Because the downtown area is a year-round hub of festivals and events, from the summer Jazz Festival to winter entertainment, you can rest assured your stay in Montreal will be anything but dull!

You will find a good many hotels, hostels, and private rentals in and around the downtown area, with prices varying according to the season. 

3. Plateau Mont-Royal, where to stay in Montreal for families and couples

The decidedly laid-back neighborhood of Plateau Mont-Royal is known for its student-friendly atmosphere and idyllic townhouses, making it an exceptional spot for families and couples seeking a more intimate setting. 

Thanks to its many bars, cafes, and variety of restaurants, Plateau Mont-Royal is the perfect date night destination, with plenty of theaters, galleries, and performance venues to round off the evening.

Mount Royal Park is where you will find the city’s most popular trails and picnic spots, with its lake and mountain views offering a truly unforgettable backdrop. 

There is also Parc Sir-Wilfrid-Laurier, famed for its lovely gardens, towering trees, sports fields, and even a public swimming pool. 

When you’re ready to descend back into the district, the Écomusée du Fier Monde, a former art deco-style public bathhouse and museum, awaits. 

Here visitors can explore the lives of working-class Montreal residents and learn about the significant social and economic changes brought about because of their efforts.

The Rialto Theatre, a National Historic Site of Canada, was built between 1923-1924 as a cinema and is now a popular event venue where guests can take in one of the venue’s year-round performances, as well as savor the sumptuous baroque architecture.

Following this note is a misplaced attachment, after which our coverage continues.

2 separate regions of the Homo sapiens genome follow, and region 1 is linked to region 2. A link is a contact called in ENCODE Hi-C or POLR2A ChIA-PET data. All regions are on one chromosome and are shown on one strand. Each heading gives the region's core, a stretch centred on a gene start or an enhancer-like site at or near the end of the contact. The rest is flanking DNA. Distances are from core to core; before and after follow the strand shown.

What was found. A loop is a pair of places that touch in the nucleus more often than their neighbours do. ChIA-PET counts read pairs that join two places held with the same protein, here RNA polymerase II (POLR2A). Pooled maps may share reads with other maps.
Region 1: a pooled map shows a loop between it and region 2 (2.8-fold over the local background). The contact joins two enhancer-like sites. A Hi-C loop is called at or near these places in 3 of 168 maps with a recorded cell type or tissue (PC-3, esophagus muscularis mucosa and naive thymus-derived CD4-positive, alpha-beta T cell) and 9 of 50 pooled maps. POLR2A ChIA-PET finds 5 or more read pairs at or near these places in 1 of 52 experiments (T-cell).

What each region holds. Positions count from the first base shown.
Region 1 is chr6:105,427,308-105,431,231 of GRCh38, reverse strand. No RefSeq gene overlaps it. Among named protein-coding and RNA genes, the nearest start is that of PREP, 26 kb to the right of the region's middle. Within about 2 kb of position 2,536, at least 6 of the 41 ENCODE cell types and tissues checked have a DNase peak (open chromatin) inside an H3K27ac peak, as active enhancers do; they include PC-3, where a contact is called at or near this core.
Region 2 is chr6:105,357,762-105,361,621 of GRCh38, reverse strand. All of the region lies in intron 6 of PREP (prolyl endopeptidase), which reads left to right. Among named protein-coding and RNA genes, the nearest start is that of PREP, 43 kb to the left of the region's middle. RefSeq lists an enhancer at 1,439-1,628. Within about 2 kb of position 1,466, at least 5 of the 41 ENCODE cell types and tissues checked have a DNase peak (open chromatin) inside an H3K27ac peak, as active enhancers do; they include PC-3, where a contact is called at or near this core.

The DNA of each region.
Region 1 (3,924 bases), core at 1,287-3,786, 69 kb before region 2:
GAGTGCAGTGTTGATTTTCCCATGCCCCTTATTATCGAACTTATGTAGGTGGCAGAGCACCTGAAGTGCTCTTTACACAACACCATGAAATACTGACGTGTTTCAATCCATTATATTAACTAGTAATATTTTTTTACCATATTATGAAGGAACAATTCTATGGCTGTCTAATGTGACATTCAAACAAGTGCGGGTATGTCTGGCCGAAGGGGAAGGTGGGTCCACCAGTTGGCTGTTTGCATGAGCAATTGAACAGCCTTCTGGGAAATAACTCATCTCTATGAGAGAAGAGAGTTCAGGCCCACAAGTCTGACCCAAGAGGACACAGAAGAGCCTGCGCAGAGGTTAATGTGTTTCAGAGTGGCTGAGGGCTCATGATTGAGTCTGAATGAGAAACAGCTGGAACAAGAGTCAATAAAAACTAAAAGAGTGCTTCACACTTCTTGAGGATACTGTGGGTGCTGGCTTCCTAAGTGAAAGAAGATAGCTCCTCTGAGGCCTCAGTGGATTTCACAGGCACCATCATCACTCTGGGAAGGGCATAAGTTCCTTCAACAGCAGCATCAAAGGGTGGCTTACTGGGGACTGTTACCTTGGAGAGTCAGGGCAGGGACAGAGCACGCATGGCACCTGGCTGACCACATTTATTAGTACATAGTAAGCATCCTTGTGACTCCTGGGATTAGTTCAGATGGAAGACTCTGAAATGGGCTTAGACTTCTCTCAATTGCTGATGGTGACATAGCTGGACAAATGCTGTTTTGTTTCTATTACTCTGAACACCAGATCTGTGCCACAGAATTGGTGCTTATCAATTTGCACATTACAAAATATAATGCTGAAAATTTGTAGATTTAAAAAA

In the Plateau Mont-Royal area there is also the Saint-Jean-Baptiste Roman Catholic church, designed by Alphonse Raza and opened in 1875. 

Although the church has undergone many transformations due to fire outbreaks, the baroque revival interior, complete with beautiful stained glass windows, renders it an ongoing and especially poignant draw. 

Frequent concerts and guided tours are also available to the public.

Plateau Mont-Royal boasts a number of chic hotels and historic stays, with special “members only” offers frequently posted through their websites.

Read also: Where to stay in Vancouver

4. Mile End, where to stay in Montreal for shopping

While technically located within the Plateau Mont-Royal district, Mile End has since earned its own identity, and is well worth exploring during your stay in Montreal.